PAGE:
Open Educational Resources

Two Independent Learning Courses – German for Reading Knowledge and Legendary Performers – incorporate Open Educational Resources, or OERs (links are included below). OERs are “are any type of educational materials that are in the public domain or introduced with an open license. The nature of these open materials means that anyone can legally and freely copy, use, adapt and re-share them. OERs range from textbooks to curricula, syllabi, lecture notes, assignments, tests, projects, audio, video and animation.” (United Nations Educational, Scientific, and Cultural Organization).

As they’re free, they can save students a lot of money. As they can be freely shared and adapted, it also allows you to pick and choose which subjects or topics you’d like students to learn about in your courses; perhaps you’ll use one chapter from one source and another chapter from another source. An additional benefit: you don’t run into the issue of a publisher no longer printing a textbook you’ve been relying upon, or have students accidentally purchase the wrong edition.

There are a wide variety of sources available online to find OERs. Some act like a search engine, while others include lists of courses with attached OERs. A by-no-means-exhaustive list includes:

The Center for Open Education with the University of Minnesota includes a library of free, downloadable texts that you can search through and a community of people sharing their expertise in OERs. Perhaps one of sources could work as a textbook in your courses.
OER Commons allows you to search for textbooks, activities, and courses by subject matter and education level, and includes Open Author to create and share resources, lessons, and modules. You can also make an account to collaborate with others.
Connected with the California State University System, the MERLOT system offers curated online learning, support material, and content creation tools. It could especially useful for supplemental materials for a course.
OpenStax CNX of Rice University lists courses, each one linked to a digital, OER textbook.
MIT OpenCourseWare offers online texts for STEM courses.
The Washington State Board for Community and Technical Colleges manages the Open Course Library; the listed courses link to a google drive, which contains materials for the course.

UW Independent Learning OER Examples:
A Foundation Course in Reading German

Learn the Legends

Technology Services Available

As employees of UW-Madison Division of Continuing Studies, we have access to a wide variety of technology services for our Independent Learning work. Some of these services involve assistance with computer/network help or borrowing equipment like a laptop or headset and microphone. There are also resources to administer online surveys or tutorials for general computer tasks.

For those interested in content creation, we have resources and assistance to make teaching materials: possibilities include informal recordings, narrated slideshows, a course blog, and even open online textbooks and tutorials.

For more information, go to:

Resource: Internet Archive

During a course revision earlier this year, a member of the Extension Instructional Design Team made me aware of Internet Archive. It describes itself as “a non-profit library of millions of free books, movies, software, music, websites, and more.”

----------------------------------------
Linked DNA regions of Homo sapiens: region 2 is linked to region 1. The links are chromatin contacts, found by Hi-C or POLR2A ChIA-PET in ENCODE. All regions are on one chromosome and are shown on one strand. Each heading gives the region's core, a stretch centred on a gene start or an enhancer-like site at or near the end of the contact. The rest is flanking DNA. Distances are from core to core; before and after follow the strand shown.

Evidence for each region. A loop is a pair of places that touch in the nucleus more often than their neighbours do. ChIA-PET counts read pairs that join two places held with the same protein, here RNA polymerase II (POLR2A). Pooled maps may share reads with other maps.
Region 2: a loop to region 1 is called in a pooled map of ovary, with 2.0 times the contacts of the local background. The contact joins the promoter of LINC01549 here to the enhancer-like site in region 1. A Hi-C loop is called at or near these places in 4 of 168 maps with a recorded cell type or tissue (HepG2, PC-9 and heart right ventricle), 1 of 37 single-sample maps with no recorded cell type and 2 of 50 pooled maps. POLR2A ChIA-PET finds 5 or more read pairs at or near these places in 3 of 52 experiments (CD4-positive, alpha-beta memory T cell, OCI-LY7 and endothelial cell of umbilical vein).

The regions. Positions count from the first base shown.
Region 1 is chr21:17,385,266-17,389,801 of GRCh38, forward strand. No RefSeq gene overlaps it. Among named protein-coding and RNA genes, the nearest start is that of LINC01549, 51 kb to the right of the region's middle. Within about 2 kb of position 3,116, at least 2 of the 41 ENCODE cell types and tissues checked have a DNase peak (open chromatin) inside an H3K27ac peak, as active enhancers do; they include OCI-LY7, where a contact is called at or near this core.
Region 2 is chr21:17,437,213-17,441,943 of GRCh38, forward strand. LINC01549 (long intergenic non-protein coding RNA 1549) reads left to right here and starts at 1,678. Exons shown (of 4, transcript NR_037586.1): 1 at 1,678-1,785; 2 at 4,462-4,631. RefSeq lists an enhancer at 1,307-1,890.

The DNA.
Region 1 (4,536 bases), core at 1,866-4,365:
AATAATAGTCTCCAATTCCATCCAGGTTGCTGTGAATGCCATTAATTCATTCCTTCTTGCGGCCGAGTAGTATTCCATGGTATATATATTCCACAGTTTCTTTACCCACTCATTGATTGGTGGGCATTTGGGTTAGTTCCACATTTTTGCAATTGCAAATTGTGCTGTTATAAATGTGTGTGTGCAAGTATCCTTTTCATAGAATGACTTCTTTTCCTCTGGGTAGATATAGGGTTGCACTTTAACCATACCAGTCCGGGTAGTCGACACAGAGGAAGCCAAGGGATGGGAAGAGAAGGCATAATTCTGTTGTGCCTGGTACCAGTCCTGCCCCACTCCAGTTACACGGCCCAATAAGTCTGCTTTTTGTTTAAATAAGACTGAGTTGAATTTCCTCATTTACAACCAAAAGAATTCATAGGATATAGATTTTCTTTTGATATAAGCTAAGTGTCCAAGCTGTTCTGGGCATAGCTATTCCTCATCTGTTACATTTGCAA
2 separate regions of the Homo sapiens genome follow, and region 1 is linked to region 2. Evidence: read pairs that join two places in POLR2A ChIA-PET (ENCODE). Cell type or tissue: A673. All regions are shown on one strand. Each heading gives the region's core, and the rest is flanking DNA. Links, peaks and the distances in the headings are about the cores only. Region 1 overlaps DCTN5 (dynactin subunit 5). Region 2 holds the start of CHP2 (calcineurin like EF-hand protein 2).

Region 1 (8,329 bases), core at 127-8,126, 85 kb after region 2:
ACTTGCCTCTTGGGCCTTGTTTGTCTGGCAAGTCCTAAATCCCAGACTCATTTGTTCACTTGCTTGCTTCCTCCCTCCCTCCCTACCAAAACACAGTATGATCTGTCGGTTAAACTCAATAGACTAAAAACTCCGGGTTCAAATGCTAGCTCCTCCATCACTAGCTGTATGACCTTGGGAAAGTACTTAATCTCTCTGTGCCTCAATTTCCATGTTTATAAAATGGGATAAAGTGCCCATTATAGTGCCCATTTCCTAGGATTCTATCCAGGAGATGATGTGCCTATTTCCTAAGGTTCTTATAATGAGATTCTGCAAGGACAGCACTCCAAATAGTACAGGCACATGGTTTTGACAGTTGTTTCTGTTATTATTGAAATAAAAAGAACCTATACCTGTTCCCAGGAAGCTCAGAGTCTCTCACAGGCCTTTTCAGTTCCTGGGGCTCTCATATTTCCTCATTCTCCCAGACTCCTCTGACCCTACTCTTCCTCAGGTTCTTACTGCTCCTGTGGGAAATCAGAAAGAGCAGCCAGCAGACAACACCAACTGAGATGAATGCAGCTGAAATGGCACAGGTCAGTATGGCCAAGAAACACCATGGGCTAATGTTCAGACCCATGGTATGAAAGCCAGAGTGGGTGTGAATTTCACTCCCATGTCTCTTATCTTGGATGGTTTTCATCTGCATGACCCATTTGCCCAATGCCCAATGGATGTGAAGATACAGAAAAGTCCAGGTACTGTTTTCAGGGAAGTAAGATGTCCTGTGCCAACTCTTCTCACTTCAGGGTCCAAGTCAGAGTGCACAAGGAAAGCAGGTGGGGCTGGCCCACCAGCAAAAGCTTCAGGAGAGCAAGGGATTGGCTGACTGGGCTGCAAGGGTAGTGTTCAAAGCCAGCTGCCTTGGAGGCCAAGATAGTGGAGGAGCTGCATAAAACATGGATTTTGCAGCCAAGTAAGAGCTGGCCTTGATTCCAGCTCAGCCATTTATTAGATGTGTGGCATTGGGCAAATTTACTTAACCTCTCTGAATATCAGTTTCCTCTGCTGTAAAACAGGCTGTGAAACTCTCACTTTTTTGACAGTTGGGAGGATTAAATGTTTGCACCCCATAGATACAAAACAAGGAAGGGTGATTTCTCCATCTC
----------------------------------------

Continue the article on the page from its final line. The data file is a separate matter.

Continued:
It’s something of a resource of resources that’s user-friendly to navigate. There’s community-uploaded content alongside material from physical libraries and hosts of other sources. You can look through video, audio, patents and trademarks, journals, and even video game speed runs. Especially interesting is their Wayback Machine, their archive of websites as they have appeared throughout the years.

You can explore Internet Archive at:

Internet Archive also allows you search for media based on its distribution rights (for example, if it’s in public domain). To learn how, go to:

Instructor Media Examples

Our partners at UW Extension have put together a showcase of instructor media examples. From Instructor Welcomes to Course Guides to Lecturettes to Supporting Content, you can see what our peers have created with the Extension media teams to help generate some ideas on how you might incorporate media with your courses.

Do you have any other examples of using media in your courses? Let us know – we’d love to share your work!

Bucky’s Tuition Promise

Starting this fall, Wisconsin residents who are incoming or transfer students and whose household adjusted gross income is $56,000 or less will receive free tuition and segregated fees at UW-Madison. UW-Madison students (along with all full-time students in the UW system) can enroll in Independent Learning courses at no additional tuition costs, so low-to-moderate income families have free access to educational opportunities at both UW-Madison and UW’s Independent Learning.

Do you know anyone who might be able to take advantage of these opportunities? You can share more information with them from the link below:

LinkedIn: Association for Distance Education and Independent Learning

ADEIL (Association for Distance Education and Independent Learning), an organization for people involved in distance learning, has a LinkedIn page. With its strong relevance to the kind of work we do, it’s a great professional group to join. You’ll find articles and opportunities posted, along with the chance to connect with a wider distance/independent learning community, at this link:

Open Source Textbook: How to Give Feedback

One of the strengths of our Independent Learning program is instructor feedback. While we’re not explaining concepts in a face-to-face classroom, we can clarify and expand upon our students’ understanding of material with the feedback we provide; with assignment resubmissions, students can take our feedback and rework their assignments to 1) show a better understanding of material and 2) earn a higher grade.

The following resource, Improving the Feedback We Give Our Students, offers thoughts for providing more impactful feedback, to further connect with students, to maybe even bring our feedback to a higher level. It’s a pretty quick read and includes specific ideas.

Do you have other suggestions on how to really reach students with your four-star feedback? Let us know! We’d love to share your expertise.

H5P Content Creation: Image Hotspots

H5P offers course designers a wide variety of tools to create content. One of them, the image hotspots, allows you to reveal texts, images and videos over a background image.

To make something like this, you first create a new account. From there, click on “My Account” on the top row of links, and then click the link to “Create New Content.” Select Image Hotspots as the content type, choose a background, click on the image where you’d like to make a hotspot, and then provide additional content to be revealed.